VERA, an acronym for Very Easy Reading Machine, is a complete reading system designed to help a "technology-shy" person with vision loss read print. It consists of a tactile, easy-to-use keypad, a scanner, and a "reader" that stores the information that has been scanned. (The "reader" is actually a computer. However, the VERA user does not interact with it in the traditional sense of a computer.) An optional monitor displays the scanned information in large print, for use by an individual with low vision. VERA requires no computer knowledge or keyboard skills. The spoken messages are in plain English as opposed to "computereze". VERA is typically used by a single user in a home environment or in a group environment such as a library where ease of use is critical and available training is minimal.

Open Book is typically used by individuals who have at least basic keyboard skills and often wish to use a computer for other applications in addition to accessing print. Open Book is a PC-based software solution that reads books, manuals, and other printed materials aloud and can optionally output the text to a monitor or braille display. This text can be read, stored in a library, or formatted for use in one of many popular PC applications, such as WordPerfect or Microsoft Word.

Open Book can be used by people of varying computer experience and skill. It uses a standard computer keyboard interface, with nearly all functions available through the 17-key number pad. Its Beginning Mode is sufficient for most people's needs and requires very little training. In this mode, Open Book uses automatic contrast control to adjust for the best possible scan. Using the Intermediate or Advanced Modes, users can adjust details in the scanning and reading process to optimize their workstation for their own needs. Open Book's multi-SSIL drivers allow users to launch Windows applications and move seamlessly between Open Book and other SSIL-based screen readers. Open Book is typically used by an individual in a home, school or work environment.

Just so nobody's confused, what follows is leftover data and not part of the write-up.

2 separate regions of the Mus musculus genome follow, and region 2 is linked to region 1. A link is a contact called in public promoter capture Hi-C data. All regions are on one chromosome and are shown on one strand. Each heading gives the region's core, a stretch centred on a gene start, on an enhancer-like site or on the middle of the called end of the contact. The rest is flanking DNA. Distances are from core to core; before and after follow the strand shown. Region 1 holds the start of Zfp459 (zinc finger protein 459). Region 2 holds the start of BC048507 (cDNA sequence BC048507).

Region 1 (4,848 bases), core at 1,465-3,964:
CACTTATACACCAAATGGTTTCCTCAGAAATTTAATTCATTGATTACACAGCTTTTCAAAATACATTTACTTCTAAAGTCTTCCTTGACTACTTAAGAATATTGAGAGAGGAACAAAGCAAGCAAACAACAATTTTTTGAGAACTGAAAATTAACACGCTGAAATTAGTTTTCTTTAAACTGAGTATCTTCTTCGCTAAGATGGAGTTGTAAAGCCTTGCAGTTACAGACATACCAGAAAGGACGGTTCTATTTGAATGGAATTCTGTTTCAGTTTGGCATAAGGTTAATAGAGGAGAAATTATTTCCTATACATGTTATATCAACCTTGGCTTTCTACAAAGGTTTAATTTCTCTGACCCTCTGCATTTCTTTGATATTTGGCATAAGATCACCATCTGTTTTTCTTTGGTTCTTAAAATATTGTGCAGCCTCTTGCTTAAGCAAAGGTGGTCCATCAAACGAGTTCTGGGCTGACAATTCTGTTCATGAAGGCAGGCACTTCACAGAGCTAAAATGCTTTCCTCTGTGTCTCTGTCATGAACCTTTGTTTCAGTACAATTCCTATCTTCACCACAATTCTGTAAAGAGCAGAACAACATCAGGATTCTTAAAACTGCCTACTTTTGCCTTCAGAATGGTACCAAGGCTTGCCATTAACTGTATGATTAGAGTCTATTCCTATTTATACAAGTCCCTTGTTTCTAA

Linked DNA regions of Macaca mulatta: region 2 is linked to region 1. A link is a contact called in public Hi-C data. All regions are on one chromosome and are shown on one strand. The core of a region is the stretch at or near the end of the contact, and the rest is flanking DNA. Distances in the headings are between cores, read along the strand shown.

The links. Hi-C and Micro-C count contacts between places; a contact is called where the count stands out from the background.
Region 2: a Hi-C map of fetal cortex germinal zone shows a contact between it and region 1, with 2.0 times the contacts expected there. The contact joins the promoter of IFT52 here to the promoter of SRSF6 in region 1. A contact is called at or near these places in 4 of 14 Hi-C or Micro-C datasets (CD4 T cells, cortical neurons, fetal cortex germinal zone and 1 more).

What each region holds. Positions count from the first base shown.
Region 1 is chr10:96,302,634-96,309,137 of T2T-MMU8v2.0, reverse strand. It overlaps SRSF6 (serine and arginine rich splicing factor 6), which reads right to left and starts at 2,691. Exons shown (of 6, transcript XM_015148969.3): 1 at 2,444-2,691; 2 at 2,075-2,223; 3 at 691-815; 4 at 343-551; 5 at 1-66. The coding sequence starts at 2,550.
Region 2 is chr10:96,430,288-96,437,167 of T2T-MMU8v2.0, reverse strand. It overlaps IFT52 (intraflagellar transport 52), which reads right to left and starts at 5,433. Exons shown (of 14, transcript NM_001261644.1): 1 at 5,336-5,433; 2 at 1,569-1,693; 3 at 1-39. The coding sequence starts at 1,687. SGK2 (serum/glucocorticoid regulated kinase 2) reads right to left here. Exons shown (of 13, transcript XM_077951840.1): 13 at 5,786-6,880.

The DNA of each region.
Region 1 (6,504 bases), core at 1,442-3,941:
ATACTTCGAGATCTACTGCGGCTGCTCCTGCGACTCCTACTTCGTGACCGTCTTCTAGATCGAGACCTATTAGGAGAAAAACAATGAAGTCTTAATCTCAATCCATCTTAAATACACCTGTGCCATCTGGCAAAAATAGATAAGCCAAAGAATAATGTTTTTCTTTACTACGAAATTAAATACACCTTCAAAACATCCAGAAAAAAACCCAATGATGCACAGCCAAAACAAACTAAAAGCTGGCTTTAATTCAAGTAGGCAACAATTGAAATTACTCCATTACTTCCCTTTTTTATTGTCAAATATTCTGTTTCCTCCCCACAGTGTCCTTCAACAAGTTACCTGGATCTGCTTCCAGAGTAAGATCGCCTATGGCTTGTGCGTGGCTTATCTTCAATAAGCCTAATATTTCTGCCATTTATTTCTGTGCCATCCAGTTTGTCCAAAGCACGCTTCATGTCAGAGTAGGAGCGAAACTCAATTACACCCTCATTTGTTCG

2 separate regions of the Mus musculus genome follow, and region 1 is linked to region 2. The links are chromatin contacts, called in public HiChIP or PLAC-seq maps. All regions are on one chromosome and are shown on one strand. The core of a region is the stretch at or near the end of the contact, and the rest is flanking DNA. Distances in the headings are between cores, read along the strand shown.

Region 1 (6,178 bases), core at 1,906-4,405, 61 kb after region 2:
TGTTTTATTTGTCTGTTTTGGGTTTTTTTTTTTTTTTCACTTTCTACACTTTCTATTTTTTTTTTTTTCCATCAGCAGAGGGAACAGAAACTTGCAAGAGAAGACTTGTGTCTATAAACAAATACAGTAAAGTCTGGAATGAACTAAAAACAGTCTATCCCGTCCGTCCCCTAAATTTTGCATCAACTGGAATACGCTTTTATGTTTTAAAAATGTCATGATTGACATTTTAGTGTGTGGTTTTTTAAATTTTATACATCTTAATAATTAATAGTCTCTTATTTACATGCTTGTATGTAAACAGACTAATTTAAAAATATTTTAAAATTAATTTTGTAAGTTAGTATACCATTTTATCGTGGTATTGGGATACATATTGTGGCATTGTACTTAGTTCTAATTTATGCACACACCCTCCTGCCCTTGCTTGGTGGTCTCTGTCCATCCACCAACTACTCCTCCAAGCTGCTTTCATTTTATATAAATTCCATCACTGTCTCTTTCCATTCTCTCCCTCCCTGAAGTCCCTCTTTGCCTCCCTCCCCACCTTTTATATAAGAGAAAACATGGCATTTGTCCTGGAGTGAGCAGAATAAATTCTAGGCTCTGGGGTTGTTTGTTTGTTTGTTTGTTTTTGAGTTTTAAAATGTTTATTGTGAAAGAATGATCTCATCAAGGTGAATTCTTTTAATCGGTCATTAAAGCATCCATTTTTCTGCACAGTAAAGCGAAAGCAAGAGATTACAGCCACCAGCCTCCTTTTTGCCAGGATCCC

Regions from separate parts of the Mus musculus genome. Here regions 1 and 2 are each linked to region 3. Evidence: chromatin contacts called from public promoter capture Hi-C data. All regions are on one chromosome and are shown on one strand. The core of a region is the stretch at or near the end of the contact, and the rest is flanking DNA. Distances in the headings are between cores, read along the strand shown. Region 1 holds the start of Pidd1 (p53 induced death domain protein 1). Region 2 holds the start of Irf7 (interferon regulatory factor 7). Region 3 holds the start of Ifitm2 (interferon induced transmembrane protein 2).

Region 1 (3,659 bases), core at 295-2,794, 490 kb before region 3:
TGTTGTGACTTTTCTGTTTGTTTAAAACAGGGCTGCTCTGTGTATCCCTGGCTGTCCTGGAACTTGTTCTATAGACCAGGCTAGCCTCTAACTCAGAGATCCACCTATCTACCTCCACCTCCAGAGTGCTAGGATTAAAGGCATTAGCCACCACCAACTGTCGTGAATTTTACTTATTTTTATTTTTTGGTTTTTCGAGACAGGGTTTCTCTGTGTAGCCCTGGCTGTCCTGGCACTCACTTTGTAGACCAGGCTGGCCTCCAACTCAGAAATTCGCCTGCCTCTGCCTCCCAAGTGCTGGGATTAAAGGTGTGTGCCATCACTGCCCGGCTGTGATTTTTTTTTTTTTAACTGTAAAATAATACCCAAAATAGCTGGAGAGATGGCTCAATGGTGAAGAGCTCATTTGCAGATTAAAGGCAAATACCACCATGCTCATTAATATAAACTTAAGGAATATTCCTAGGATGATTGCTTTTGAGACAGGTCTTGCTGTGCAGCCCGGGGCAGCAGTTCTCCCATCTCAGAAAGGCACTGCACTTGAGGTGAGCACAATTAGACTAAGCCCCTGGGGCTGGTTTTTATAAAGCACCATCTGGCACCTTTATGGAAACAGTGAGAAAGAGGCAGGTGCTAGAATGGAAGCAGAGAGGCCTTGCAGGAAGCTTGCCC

WYNN - What You Need Now, is PC-based software to help people with reading challenges read more easily and with greater comprehension. WYNN relies heavily on a point and click interface for quick and easy access to its large, color-coded tool bars. Its bimodal approach presents information in both auditory and visual format. WYNN incorporates a variety of recognized study aids such as highlighting, bookmarks, and text and voice annotations, as well as an online dictionary and thesaurus, to increase effective reading and comprehension. WYNN also allows the user to increase the line and word spacing to compensate for visual bleed and other perceptual difficulties. WYNN is most often used by people from middle school age to adult.

Most of the field research has been done with high school and college-aged students. WYNN is available in two versions, WYNN - with optical character recognition for print access, and WYNN Reader - for accessing electronic files only. WYNN is designed to be used by a single individual, or by multiple users in an educational setting. It's flexible configurability enables users to easily customize it to their needs and preferences.

Print provides a barrier to information access to many individuals with blindness, visual impairment, or learning disability. Thoroughly assessing the individual's needs can assist in choosing the right solution for access to information. This solution can increase the level of independence, privacy, and enhancement to the home, school, rehabilitation, or employment setting afforded a person with a reading disability.